As shown in Figure 5, moving customers from disinterest to active support requires multiple engagements, each with a clear message that is tailored to the individual customer. Effectiveness of outreach is directly proportional to how the messaging is coordinated. An effective campaign builds on the education in stages one and two, communicates the exact impact to the individual residential or business customer in stage three, and ends with a reiteration of the customer benefit, empowering the customer to manage the financial consequence.
Figure 5 – Communicating Investments to Reduce Real Water Loss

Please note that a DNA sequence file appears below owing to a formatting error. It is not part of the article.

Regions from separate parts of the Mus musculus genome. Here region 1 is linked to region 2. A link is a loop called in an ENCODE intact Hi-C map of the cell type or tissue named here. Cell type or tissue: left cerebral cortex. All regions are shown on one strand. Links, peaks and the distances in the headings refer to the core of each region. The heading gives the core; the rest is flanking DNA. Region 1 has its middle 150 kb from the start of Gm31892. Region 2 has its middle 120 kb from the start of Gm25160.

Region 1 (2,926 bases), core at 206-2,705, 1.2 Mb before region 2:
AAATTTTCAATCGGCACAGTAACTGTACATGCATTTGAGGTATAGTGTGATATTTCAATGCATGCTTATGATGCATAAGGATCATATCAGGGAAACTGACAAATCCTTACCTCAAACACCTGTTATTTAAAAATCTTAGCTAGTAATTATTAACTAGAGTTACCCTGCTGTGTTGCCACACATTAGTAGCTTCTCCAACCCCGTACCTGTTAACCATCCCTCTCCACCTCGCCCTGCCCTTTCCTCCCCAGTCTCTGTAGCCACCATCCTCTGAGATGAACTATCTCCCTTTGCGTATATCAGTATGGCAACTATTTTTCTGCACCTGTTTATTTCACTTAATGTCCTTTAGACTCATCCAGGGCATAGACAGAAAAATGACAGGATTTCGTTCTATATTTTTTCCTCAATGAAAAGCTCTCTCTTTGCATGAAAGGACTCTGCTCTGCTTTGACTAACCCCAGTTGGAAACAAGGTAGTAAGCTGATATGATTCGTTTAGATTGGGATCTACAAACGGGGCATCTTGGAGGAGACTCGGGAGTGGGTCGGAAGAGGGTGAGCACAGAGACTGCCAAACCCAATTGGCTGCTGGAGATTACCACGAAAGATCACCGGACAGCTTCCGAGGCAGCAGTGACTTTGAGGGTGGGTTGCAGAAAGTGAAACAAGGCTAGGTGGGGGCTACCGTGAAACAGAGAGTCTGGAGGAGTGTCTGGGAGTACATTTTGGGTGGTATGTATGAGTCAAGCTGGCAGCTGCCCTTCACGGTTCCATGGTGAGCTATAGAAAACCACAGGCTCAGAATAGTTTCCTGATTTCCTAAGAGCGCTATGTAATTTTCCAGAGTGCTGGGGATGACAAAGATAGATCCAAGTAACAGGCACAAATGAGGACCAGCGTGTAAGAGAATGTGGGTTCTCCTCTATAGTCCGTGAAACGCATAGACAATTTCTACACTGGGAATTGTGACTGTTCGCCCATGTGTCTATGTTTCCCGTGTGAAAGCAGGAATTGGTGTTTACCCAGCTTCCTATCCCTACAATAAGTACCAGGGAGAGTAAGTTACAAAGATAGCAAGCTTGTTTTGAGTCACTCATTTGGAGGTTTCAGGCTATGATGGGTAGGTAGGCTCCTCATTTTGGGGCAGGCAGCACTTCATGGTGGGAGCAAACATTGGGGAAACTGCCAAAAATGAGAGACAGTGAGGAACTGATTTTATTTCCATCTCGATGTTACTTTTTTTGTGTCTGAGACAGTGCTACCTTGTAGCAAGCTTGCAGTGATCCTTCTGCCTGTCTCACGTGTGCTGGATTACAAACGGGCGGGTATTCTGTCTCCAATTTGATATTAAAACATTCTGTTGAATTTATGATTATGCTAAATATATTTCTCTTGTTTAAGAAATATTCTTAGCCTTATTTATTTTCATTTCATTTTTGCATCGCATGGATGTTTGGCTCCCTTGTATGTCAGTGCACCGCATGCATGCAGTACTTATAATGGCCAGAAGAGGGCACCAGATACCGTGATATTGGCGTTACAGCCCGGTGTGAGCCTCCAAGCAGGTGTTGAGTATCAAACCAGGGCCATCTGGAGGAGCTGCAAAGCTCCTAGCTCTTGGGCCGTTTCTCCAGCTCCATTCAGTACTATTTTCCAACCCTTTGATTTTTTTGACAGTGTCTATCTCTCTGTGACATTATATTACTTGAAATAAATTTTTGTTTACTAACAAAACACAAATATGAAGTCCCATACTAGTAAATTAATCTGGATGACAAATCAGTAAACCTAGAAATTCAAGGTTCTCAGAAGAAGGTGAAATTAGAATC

WaterSmart has the experience to deliver just such levels of improved customer engagement. We strongly advocate an approach to customer engagement that takes the goals of the utility into account along side the benefits that a given program or investment will offer to the end-use customer. Only by taking a wholistic view on engagement will a water utility begin to build stronger relationships with its customers, thus paving the way for ongoing investment, greater system resilience, and a true partnership between utility and rate payer.